If the sorbent was SOX-reacted the thermal regeneration would proceed much as described for NOX, except the first kiln would be heated to a temperature at or above the thermal decomposition temperature of sulfates of manganese and SO2 would desorb or otherwise driven off. With out being bound by theory, Applicants believe that nitrates of manganese thermally decompose at temperatures between about 130° C. to about 260° C., while sulfates of manganese tend to liquefy at the temperatures over which nitrates of manganese thermally decompose. Applicants further believe that sulfates of manganese heated to these temperatures in the presence of a reducing agent, e.g., CO, H2, etc., will decompose to SO2 and MnO. Thus, if the sorbent were reacted with both SOX and NOX, NO2 could be driven off first by heating reacted sorbent in a kiln to a first temperature at which nitrates of manganese thermally decompose so that NO2 can be generated and directed for further processing. A reducing agent could then be introduced and the reacted sorbent further heated to desorb SO2. Alternatively, the reacted sorbent could be heated to a second temperature, the thermal decomposition temperature of sulfates of manganese with SO2 being desorbed and directed for further processing. The desorbed SO2 can be directed to a wet scrubber containing water and an optional oxidant to form sulfuric acid. This acid liquor can then be marketed as is or further processed. This further processing would involve the addition of an ammonium or alkali hydroxide solution to form useful sulfates. In either case, the regenerated sorbent is further heated in an oxidizing atmosphere to more completely oxidize the regenerated sorbent so that the X of MnOX ranges from about 1.5 to 2.0.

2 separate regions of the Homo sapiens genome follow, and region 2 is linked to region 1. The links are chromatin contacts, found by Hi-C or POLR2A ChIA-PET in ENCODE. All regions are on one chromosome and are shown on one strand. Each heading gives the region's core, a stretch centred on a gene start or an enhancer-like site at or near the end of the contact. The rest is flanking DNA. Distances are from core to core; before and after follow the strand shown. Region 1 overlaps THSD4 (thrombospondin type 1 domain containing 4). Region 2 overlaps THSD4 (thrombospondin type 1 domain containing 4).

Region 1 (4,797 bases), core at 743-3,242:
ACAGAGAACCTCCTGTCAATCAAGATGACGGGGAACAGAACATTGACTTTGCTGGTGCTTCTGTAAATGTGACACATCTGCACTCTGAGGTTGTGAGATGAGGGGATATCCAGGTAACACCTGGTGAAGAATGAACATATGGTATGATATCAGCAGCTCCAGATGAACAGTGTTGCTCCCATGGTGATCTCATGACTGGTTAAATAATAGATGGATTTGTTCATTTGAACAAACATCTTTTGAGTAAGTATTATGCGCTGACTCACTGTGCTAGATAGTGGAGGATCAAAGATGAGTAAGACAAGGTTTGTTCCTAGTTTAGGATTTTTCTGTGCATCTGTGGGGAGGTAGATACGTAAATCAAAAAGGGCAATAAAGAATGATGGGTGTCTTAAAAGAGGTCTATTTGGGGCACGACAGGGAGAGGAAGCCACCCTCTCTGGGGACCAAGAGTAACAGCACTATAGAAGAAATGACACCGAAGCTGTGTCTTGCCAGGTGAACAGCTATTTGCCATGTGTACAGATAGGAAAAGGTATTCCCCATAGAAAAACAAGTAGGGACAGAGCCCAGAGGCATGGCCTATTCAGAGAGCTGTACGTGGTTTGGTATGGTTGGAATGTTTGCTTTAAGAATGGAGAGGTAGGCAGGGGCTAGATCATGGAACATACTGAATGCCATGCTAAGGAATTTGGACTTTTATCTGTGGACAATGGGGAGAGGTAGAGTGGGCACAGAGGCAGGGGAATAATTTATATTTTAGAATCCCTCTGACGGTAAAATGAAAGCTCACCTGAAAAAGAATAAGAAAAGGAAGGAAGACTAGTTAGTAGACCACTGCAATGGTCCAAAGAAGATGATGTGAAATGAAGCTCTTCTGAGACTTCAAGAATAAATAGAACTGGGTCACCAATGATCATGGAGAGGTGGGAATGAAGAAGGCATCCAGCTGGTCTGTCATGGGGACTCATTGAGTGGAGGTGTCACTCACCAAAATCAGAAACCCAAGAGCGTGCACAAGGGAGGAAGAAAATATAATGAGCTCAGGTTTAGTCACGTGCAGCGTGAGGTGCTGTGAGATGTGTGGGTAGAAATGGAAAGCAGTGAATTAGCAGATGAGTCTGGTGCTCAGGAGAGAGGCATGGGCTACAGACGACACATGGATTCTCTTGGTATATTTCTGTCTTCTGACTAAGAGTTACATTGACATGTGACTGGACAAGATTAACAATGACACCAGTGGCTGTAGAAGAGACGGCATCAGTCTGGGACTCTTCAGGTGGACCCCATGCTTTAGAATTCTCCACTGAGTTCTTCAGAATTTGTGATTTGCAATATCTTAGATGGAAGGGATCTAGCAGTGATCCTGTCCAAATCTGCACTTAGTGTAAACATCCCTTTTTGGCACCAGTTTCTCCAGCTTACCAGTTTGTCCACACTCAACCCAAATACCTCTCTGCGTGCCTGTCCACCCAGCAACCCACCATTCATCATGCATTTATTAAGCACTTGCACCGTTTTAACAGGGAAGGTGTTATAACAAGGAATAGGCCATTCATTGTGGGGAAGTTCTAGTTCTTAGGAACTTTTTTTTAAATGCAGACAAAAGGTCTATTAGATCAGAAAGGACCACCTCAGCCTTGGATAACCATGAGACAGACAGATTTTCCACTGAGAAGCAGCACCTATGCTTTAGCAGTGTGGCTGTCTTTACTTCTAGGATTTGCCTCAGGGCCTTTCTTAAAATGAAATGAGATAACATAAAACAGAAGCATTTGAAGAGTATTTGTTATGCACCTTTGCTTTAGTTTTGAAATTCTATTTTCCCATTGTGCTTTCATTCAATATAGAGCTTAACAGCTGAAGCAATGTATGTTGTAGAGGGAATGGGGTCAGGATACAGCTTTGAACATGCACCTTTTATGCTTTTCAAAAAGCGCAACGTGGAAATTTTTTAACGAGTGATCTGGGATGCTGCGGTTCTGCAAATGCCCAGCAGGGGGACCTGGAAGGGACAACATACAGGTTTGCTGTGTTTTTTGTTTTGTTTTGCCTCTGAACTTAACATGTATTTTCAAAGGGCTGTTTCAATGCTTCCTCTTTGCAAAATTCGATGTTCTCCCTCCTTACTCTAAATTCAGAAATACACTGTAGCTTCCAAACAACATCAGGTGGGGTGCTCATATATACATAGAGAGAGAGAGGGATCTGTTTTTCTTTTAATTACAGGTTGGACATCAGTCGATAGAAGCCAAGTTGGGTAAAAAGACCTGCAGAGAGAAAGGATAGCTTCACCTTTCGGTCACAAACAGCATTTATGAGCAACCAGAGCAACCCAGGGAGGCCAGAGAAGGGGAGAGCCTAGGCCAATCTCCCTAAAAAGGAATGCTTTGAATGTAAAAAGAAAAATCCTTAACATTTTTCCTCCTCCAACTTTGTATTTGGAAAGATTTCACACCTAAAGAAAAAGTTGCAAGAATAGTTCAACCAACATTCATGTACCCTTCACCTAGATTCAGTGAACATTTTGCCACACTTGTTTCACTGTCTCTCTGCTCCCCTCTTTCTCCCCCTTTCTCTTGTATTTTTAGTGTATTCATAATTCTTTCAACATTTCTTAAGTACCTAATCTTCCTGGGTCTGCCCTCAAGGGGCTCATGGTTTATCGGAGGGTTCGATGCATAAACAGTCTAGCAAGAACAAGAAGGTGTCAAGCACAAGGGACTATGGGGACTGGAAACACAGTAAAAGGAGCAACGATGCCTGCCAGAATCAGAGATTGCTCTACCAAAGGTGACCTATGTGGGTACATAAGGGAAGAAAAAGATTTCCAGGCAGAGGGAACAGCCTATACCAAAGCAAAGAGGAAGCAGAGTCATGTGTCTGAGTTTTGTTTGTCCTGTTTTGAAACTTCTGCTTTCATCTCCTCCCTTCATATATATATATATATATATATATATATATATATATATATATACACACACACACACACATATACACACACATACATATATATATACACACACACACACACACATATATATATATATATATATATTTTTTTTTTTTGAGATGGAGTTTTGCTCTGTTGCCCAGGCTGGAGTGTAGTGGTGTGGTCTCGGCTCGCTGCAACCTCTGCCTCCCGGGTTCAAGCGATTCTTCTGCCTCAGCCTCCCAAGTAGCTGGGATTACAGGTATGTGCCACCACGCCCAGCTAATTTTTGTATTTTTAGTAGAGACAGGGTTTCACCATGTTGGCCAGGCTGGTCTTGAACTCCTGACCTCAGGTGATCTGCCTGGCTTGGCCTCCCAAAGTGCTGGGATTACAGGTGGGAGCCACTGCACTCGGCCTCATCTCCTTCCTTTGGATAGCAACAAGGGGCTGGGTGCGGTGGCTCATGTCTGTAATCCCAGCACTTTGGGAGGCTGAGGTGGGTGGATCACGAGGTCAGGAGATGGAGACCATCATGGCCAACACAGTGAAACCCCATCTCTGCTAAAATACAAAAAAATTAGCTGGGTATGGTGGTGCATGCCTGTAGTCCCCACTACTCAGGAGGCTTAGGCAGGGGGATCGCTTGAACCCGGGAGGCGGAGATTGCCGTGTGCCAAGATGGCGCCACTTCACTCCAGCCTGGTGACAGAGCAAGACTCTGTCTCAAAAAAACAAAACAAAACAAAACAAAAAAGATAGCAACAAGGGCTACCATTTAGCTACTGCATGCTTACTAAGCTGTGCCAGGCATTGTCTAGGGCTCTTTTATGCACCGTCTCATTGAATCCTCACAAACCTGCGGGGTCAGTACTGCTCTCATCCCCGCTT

Referring back to
In addition to regeneration of sorbent and production of useful by-products from the sulfates and nitrates of manganese, elemental mercury can be recovered for NOX, SOX reacted sorbent that further has mercury compounds adsorbed thereon can be processed to generate and recover elemental mercury. The reacted sorbent is removed from a reaction zone of a system according to the invention and conveyed to a first kiln, the reacted sorbent is heated to a first temperature to desorb NO2 which is routed for further processing into marketable products. The reacted sorbent is then heated a second temperature to desorb elemental mercury which is routed to a condenser for recovery as a marketable product. The sorbent is then rinsed to wash away any ash and to dissolve sulfates of manganese into solution to form a liquor. Any ash in the liquor is separated out and the ash routed for further handling. Alkali or ammonium hydroxide is added to the liquor to form an unreacted sorbent precipitate of oxides of manganese and a liquor containing alkali or ammonium sulfates. The liquor contains rinsed sorbent. The rinsed sorbent and unreacted sorbent precipitate and are separated from the liquor and the liquor is routed for further processing into marketable products or for distribution and/or sale as a useful by-product. The rinsed sorbent and sorbent precipitate are dried to form unreacted sorbent which can then be pulverized to de-agglomerate the unreacted sorbent.